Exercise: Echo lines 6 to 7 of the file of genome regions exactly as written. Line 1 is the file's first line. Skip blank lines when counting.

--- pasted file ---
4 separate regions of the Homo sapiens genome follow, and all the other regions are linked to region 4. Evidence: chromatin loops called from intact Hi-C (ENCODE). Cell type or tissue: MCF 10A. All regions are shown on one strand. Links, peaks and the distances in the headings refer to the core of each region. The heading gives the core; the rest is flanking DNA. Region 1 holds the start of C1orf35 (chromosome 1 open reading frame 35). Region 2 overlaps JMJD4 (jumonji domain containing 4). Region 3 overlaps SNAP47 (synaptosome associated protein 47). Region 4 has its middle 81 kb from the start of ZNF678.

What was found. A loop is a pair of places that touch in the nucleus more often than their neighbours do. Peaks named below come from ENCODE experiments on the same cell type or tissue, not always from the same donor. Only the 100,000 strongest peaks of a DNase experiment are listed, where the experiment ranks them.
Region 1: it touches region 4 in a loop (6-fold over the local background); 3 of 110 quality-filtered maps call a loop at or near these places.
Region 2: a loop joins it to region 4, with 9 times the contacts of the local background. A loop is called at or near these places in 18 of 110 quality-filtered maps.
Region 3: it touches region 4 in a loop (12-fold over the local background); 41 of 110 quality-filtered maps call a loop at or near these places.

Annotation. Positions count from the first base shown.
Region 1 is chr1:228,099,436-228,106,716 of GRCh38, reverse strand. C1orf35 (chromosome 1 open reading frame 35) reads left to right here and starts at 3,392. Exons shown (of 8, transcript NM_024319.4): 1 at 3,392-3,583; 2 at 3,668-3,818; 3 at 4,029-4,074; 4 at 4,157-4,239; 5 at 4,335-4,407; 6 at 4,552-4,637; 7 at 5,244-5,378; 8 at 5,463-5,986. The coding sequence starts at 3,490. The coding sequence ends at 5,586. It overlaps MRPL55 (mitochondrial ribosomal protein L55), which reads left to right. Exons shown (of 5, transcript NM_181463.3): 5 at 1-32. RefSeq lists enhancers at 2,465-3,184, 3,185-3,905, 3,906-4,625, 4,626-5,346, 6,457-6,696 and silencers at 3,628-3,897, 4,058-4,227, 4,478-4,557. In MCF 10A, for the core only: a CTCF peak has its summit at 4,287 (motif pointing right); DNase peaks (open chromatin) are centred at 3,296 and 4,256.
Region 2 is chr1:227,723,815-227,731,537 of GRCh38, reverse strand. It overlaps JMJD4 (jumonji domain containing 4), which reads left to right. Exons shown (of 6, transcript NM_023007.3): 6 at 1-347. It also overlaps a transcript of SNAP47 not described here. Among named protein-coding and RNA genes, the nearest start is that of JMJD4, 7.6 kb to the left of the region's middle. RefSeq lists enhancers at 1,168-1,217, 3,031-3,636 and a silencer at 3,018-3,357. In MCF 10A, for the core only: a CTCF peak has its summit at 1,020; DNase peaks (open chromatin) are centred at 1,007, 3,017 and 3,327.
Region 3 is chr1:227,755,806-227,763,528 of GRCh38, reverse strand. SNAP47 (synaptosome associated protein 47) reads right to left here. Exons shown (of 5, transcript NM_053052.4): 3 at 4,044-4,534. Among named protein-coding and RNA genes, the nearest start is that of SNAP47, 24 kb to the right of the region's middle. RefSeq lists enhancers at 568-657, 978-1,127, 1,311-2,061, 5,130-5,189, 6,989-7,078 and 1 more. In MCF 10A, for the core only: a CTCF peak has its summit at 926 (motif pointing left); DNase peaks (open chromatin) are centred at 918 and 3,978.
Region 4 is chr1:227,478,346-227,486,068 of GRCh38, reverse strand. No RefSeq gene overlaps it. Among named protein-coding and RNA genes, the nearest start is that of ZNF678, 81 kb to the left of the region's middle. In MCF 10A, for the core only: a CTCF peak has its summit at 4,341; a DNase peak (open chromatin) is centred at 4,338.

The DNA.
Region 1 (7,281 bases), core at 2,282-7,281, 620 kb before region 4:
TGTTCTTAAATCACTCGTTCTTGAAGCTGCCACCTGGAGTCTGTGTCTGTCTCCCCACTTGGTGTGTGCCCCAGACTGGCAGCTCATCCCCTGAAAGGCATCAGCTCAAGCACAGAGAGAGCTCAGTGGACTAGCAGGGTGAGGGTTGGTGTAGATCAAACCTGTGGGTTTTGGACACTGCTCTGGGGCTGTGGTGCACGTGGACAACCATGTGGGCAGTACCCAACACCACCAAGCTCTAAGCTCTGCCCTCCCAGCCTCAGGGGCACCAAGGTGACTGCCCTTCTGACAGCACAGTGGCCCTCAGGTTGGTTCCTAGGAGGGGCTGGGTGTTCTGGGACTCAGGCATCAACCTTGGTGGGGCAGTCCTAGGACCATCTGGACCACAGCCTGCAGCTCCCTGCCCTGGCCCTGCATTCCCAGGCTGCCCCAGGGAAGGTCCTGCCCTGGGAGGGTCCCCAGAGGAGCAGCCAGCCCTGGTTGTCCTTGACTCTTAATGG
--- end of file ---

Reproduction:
Annotation. Positions count from the first base shown.
Region 1 is chr1:228,099,436-228,106,716 of GRCh38, reverse strand. C1orf35 (chromosome 1 open reading frame 35) reads left to right here and starts at 3,392. Exons shown (of 8, transcript NM_024319.4): 1 at 3,392-3,583; 2 at 3,668-3,818; 3 at 4,029-4,074; 4 at 4,157-4,239; 5 at 4,335-4,407; 6 at 4,552-4,637; 7 at 5,244-5,378; 8 at 5,463-5,986. The coding sequence starts at 3,490. The coding sequence ends at 5,586. It overlaps MRPL55 (mitochondrial ribosomal protein L55), which reads left to right. Exons shown (of 5, transcript NM_181463.3): 5 at 1-32. RefSeq lists enhancers at 2,465-3,184, 3,185-3,905, 3,906-4,625, 4,626-5,346, 6,457-6,696 and silencers at 3,628-3,897, 4,058-4,227, 4,478-4,557. In MCF 10A, for the core only: a CTCF peak has its summit at 4,287 (motif pointing right); DNase peaks (open chromatin) are centred at 3,296 and 4,256.